chestra from. which we have -seldom
heard i more unsatisfactory perform-
ance.. In almost every respect, the
nmisiciafiship .displayed failed to mea-
sure up to the high standard set by thc
preceding' concert.
Mr. and Mrs. Wheeler sang the mu-
sic of-Gounod's finest inspiration-the
gdrden scene from "Faust", and sang
it in admirable fashion. 'The melodi~
ous 'duet of Aargueriteand her lover
was given in English with clarity of
diction, expressive feeling and real
beauty of voice on the part of both ar-
tists. At this late date, to comment
favorably upon the artistic worth of
Mr and Mrs., Wheeler is but to re-
affirm what' all discerning members
of the, local musical coterie have long
t recognized.
:Mr. Falcone was. heard in Weber'
Concertino for Clarinet, Op. 26. After
a lapse of a century, Weber is stil)
thA paical onmn ser for this in-'

ber. Its full b
tton because o
curate renditio
section, the or
ly mediocre for
desired both in
cy and precsio
zo with its gigi
especially from
perous Voyag
Serenade for
felt's familiar
other orchestra
so executed in
ner considering
members of th
Finally, we

Aiming toward a goal of 500 mem-;
berships, the campaign for life mem-

remarking that if the large audience
preseht at this concert formulates its
opinion of symphonic music on the
basis of what it heard, we shall have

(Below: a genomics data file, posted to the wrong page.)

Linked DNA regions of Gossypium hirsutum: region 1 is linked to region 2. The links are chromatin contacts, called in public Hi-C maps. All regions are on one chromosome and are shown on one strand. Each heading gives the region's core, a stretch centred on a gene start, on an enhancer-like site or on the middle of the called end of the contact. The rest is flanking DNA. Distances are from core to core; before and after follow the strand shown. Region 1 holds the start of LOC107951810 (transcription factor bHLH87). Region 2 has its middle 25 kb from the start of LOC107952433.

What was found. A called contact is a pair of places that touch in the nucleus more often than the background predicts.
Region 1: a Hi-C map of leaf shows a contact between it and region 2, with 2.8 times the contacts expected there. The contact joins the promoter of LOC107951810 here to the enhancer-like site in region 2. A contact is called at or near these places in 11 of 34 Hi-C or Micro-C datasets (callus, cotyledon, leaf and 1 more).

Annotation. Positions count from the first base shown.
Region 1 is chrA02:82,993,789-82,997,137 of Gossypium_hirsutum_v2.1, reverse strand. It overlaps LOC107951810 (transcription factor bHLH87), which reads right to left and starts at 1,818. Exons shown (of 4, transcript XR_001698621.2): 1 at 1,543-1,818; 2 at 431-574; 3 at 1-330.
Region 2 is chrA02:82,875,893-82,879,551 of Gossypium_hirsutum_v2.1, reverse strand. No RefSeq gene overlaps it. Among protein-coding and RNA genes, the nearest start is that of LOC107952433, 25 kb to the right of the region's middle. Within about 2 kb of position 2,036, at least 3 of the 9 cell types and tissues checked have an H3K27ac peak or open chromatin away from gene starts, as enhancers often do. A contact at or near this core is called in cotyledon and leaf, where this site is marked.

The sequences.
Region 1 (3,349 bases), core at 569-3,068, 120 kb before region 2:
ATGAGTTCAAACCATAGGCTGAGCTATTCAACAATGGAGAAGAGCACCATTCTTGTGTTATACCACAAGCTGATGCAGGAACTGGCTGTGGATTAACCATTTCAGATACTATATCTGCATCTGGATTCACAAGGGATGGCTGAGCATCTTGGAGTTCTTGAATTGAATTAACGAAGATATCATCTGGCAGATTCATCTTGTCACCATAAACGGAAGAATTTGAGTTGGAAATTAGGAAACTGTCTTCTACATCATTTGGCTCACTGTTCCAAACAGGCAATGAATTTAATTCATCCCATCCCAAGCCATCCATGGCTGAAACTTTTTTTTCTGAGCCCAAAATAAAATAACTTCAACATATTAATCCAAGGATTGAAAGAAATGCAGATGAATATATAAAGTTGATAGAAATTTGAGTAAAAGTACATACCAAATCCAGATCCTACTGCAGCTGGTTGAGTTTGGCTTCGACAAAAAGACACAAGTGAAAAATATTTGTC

at last a satisfactory explanation of
the continued apathy which seems to
prevail toward the Detroit Symphony
orchestra. The University Symphon
orchestra has frequently been hear
to better advantage than Sunday, and
with a leader of Mr. Samuel Lock-1
wood's ability and a personnel of un-


turned to England. Through his rec-jEberships in the Women's League was
ord of efficient administration he was begun yesterday. Booths, installed
aprointed to reorganize several ;of within the entrance of the LibraryI
the British prisons. and in University hall, are to be used1
Has Made Great Study during the remaining two days of the
Sir Basil has made studies of crim-n- campaign for signing the pledges ofR
inals in various parts of the world the women of the university. A large
which has proved highly valuable in arrow, placed in front of the Library
handling the more unmanageable indicates the progress made from day'

The election was held under the
rection of the Student council
supervised by members of the el
tion committee. Voting was heavy
large majority of '26 turning out
ballot. Class dues were collet
fromithose.present and the other ye
lings who have not yet paid are ur
to get their money in to the treasu
as soon as possible.
There will be a meeting of the n
ly elected officers with the Stud
council committee at 5 o'clock t


All students whose names

There will be a good many
people in town next Saturday.
Many of them will want to stay
over night, and will be looking
for rooms.
Do von want to rent a spare

prisoners, in quelling numerous mu-
tinies, and instituting important re-
forms. His success in this work led

to day.
Canvassing from house to house isf

also being made by organized teams. afternoon in University Hall.